RCN reveals inflation threshold for renegotiating nurse pay deal

The Royal College of Nursing (RCN) could bail out of the three-year pay deal by Christmas if inflation is 0.1 per cent higher than the government predicts, Independent Nurse can reveal.

Nurses have yet to decide whether to accept the deal, which includes a 2008/9 rise of 2.75 per cent, and rises of 2.4 and 2.25 per cent in the following years.

The RCN has recommended it to members, and believes it is acceptable if government predictions of falling inflation prove correct. Unite has rejected it outright, and Unison is consulting its members. 

Inflation as measured by the retail price index (RPI), which includes factors such as house prices, is currently running at 3.8 per cent. The government says this will fall to 3 per cent by the end of the year, and further thereafter.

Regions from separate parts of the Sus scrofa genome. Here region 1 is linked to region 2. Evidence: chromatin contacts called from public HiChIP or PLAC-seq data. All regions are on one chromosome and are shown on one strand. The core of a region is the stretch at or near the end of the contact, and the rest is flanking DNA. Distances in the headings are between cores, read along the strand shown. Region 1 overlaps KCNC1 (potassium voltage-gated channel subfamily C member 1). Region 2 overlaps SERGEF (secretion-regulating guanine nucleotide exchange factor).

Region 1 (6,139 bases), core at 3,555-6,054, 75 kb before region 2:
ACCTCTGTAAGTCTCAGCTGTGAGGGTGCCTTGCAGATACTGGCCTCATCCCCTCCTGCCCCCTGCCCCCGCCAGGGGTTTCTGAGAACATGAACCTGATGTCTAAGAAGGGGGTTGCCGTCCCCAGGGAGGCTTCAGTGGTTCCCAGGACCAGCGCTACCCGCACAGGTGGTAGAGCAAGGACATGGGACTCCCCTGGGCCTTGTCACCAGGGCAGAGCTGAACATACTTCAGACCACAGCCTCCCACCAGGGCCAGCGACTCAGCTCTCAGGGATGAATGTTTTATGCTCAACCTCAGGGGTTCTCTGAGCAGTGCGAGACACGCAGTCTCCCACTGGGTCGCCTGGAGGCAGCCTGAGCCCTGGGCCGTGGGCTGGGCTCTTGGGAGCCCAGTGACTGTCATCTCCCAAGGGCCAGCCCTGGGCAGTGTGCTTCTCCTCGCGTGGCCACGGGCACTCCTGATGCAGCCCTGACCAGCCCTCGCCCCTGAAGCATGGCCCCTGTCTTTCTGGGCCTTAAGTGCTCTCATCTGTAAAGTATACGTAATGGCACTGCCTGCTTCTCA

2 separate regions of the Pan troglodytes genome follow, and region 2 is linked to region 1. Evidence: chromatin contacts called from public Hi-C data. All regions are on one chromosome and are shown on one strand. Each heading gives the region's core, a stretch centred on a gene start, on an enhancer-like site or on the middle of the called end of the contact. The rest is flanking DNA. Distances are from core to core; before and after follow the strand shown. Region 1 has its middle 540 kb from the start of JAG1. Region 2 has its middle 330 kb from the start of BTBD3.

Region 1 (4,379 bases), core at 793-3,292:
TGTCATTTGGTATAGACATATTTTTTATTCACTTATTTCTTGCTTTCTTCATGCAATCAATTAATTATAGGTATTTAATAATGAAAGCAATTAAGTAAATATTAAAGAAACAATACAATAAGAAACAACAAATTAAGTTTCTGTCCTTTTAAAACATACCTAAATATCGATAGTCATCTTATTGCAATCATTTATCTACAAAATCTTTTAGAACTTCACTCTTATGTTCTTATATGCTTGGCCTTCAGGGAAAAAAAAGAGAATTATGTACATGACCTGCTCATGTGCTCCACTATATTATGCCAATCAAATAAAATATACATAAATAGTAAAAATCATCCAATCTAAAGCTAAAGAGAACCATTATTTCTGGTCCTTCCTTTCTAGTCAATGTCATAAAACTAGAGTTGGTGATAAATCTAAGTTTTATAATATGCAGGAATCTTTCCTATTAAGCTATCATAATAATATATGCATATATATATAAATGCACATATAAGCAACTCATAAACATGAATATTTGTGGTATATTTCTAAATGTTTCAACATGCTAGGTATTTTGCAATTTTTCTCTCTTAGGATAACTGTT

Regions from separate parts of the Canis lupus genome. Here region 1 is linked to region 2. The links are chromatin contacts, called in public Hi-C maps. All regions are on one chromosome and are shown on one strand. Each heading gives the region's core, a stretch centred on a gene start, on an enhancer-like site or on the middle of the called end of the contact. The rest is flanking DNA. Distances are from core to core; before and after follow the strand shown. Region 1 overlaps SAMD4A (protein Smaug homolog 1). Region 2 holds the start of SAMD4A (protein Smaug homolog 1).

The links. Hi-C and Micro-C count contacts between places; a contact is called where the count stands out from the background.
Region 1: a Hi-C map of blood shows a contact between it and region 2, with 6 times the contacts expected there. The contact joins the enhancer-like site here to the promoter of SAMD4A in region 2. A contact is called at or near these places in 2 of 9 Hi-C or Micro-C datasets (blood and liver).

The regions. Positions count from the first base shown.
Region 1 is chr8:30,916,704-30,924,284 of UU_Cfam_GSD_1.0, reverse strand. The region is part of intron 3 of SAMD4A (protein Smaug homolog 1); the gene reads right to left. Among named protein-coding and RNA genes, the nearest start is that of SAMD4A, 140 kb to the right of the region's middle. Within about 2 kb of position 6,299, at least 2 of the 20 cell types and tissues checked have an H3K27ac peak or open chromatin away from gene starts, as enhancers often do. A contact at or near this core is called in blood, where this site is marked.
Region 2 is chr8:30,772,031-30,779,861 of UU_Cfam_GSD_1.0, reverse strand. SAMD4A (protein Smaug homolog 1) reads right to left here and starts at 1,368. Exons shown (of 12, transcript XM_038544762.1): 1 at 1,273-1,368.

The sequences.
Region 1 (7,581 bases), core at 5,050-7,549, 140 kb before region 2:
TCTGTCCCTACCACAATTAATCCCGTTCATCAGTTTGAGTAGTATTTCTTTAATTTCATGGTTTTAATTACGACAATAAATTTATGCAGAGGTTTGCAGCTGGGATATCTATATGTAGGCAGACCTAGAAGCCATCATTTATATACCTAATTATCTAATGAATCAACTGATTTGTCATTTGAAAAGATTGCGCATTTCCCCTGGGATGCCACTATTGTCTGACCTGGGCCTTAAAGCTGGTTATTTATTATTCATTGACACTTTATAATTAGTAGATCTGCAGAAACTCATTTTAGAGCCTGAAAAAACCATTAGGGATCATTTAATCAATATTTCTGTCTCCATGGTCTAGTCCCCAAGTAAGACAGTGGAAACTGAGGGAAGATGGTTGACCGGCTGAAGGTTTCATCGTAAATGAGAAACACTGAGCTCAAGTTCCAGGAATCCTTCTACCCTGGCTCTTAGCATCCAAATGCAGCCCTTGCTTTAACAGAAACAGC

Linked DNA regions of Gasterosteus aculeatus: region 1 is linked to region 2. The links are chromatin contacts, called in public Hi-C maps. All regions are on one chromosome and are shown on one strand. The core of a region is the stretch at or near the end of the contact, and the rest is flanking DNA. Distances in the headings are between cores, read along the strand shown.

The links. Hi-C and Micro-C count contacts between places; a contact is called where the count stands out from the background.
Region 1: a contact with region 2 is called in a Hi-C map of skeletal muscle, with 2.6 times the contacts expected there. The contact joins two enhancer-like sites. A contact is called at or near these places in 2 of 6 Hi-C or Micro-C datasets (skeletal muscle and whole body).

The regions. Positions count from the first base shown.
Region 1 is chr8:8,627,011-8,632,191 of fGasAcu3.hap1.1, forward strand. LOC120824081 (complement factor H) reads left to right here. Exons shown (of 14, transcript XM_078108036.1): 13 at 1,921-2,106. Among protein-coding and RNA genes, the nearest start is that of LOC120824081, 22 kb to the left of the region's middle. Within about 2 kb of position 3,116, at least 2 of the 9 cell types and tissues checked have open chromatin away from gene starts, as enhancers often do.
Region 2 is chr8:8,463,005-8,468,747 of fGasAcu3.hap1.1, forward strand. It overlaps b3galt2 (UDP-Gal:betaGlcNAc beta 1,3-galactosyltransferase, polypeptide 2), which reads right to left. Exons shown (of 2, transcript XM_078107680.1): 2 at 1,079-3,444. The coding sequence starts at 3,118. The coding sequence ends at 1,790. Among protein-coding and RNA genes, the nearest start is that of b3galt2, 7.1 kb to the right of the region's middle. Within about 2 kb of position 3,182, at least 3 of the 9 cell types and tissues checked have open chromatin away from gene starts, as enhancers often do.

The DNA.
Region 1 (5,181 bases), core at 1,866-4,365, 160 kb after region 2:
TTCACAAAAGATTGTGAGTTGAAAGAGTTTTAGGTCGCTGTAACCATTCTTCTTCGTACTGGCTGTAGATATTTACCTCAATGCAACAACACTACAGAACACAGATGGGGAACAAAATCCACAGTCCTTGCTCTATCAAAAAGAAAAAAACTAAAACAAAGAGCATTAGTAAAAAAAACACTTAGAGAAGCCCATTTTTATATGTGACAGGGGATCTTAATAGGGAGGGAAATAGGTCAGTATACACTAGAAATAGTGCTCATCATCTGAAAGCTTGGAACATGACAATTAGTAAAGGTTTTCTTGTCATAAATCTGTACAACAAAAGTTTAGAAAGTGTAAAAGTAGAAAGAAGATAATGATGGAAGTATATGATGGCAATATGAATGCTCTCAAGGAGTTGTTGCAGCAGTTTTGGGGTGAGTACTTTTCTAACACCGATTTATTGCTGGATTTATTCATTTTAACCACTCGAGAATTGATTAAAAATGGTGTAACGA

RCN head of employment relations Josie Irwin told Independent Nurse that the union would activate a clause to reopen pay talks if government predictions proved even fractionally inaccurate. ‘If the RPI was 3.2 per cent at Christmas and looked like staying still, we would go to the Pay Review Body.' She said this could apply even at 3.1 per cent. 

The review body would then seek a remit from ministers to revise the pay deal, she said.

Ms Irwin said if inflation was 3 per cent in the second or third years of the pay deal, ‘of course' the clause would be activated. This could happen with inflation at 2.5 per cent if other factors such as increased levels of nurse emigration demanded it, she said. 

Asked to guarantee that the DoH would honour the inflation clause, health secretary Alan Johnson told the RCN Congress in Bournemouth last week that there was ‘no force on earth' that would stop the deal being reworked if inflation demanded it.


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